Farmers everywhere know that in order to maximize yields, they must take the necessary steps before the planting season begins. While it can depend on weather conditions, it is typically best if crops like corn or soybeans are planted between April 15 and May 15. Every farmer is different, with each practicing various techniques to get their land where it needs to be for the current season and for seasons to come.
Before taking action, farmers should plan their next move carefully to ensure they are getting the most out of their field. Let’s take a look at some tips and considerations for how to effectively prepare for the planting season and achieve a successful harvest.
The Importance of Soil Testing
According to experts from the University of Nebraska-Lincoln’s Institute of Agriculture and Natural Resources, sampling soil in either the fall or spring can be critical in determining potassium, phosphorous, sulfur, micronutrient, and lime requirements. Taking this extra step will enable producers to play an active role in the optimization of crop production. When testing soil in their fields, producers should also consider the moisture line – this can help determine planting depth, something that can have a major impact on growth and seed to soil contact.
By testing soil early enough in the process, producers can take the appropriate action and make adjustments if necessary.
Prepare the Land for Planting
Another step that producers should consider before planting is some form of tillage or chemical “burn-down”. Doing this will help kill weeds in the seedbed that would crowd out the crop and steal much-needed moisture and nutrients. Producers everywhere know how much time and effort goes into a normal planting season; taking precautions to effectively prepare their fields will help reduce stress and kick off the planting season right.
While practices have shifted over time, farmers across the country typically employ one of three types of tilling when preparing their land. This includes conventional tillage, conservation tillage, and reduced tillage.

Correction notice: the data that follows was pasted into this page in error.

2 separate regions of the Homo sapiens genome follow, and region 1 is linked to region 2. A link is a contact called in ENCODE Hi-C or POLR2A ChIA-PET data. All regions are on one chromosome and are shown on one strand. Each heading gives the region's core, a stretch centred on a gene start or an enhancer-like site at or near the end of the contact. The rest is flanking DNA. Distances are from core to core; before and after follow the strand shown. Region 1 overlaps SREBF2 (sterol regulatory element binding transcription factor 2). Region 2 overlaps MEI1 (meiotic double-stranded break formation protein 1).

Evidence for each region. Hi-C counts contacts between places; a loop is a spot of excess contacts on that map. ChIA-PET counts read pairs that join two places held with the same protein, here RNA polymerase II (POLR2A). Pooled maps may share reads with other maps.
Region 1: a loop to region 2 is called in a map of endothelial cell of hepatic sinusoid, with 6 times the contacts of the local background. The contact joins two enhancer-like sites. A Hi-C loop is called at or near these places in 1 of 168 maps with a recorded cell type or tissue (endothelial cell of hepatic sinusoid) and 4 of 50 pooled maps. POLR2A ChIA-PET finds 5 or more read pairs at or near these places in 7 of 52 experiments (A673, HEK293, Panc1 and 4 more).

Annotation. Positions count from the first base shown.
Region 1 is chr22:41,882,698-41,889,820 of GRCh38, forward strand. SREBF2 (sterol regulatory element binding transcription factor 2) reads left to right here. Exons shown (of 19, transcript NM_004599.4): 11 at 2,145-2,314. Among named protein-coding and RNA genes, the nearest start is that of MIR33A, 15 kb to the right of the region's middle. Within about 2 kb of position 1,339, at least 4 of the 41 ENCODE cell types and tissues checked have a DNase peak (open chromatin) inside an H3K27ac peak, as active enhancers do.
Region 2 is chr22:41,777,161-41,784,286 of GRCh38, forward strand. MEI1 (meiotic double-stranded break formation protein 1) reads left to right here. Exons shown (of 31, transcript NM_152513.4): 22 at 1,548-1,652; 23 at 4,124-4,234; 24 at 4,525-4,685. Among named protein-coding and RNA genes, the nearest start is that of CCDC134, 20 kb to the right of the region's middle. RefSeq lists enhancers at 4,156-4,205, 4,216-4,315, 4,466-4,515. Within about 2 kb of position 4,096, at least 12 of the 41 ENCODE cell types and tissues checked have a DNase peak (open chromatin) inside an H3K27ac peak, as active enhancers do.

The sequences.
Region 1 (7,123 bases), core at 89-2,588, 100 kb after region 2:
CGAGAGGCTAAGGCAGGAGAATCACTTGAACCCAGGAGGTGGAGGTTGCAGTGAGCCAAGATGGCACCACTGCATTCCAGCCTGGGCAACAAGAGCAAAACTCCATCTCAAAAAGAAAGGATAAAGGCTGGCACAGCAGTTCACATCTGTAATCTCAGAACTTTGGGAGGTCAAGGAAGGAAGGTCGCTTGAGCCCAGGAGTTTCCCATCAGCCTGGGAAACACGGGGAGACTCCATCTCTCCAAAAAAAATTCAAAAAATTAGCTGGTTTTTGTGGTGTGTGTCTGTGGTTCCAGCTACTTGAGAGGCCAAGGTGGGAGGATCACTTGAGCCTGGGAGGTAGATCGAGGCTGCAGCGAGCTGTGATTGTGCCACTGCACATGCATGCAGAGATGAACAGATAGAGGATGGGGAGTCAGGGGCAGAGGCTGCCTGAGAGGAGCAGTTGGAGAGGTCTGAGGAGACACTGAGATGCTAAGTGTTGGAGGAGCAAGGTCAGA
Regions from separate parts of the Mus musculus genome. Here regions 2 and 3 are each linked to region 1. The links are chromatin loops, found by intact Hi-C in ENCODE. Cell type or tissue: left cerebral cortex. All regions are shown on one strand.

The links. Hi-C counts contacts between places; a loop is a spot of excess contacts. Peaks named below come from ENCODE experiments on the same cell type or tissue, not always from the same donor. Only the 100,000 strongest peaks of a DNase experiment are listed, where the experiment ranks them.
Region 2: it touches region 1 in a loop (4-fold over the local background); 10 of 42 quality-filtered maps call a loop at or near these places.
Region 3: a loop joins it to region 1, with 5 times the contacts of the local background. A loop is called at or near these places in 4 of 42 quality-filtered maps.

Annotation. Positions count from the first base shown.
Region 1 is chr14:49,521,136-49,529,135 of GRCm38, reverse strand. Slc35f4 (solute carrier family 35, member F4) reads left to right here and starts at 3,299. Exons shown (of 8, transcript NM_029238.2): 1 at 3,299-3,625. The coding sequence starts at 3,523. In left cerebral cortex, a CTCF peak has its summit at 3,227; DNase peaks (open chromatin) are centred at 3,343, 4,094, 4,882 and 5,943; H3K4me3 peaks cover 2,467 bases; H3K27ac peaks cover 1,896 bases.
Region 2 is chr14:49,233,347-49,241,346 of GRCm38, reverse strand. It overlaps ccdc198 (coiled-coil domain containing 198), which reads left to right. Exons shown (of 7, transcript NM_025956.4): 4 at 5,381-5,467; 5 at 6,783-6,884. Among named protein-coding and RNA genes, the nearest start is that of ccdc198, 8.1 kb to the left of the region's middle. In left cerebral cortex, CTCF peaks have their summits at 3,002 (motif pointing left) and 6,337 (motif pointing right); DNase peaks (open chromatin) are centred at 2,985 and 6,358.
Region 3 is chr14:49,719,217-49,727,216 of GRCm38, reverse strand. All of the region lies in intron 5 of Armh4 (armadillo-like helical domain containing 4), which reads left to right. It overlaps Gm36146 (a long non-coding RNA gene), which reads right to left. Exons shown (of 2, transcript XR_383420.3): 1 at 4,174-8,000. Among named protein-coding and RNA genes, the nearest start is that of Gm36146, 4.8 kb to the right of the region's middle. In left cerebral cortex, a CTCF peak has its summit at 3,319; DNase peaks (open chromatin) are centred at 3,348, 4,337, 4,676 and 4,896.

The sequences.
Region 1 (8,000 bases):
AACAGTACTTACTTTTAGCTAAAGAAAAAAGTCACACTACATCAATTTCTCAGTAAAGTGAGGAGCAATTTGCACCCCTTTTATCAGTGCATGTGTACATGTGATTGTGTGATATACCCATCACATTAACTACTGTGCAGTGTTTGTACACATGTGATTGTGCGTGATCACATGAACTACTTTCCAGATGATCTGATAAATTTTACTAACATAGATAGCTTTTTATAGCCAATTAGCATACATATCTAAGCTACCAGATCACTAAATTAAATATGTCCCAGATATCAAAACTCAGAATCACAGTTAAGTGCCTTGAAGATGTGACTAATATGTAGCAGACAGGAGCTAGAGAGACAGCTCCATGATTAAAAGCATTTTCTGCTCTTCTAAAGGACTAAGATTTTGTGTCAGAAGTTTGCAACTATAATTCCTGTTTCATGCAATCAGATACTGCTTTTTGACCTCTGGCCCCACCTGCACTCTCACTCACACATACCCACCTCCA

- Conventional: This method consists of using moldboard plows followed by several secondary tillage efforts and eventually relying upon mechanical cultivation once the crop is up.
- Conservation: This method allows for more than 30% of residue coverage to remain on the soil, helping to limit the negative effects that tilling can have on the land.
- Reduced: This method, which has become more popular in recent years, is accomplished using a chisel plow. Many producers rely on this practice, which includes keeping crop residue on the soil surface, as it can reduce erosion and conserve soil moisture.
While it has its benefits, producers should take care to consider the impact that frequent tillage has on their land, especially as they head into the planting season.
When You Do Till, Make Sure It’s Done Right
Since the creation of the first steel plow in 1837, John Deere has been committed to helping farmers handle daily tasks, such as preparing the land, with ease. In addition to making life easier for farmers, the company also prioritizes the quality and the health of the land that its machines are managing.Click here to see more...
Today, the company offers a wide range of tillage equipment to help prepare for the growing season as efficiently as possible. This includes disks, plows, field cultivators, variable-intensity tillage tools, and more.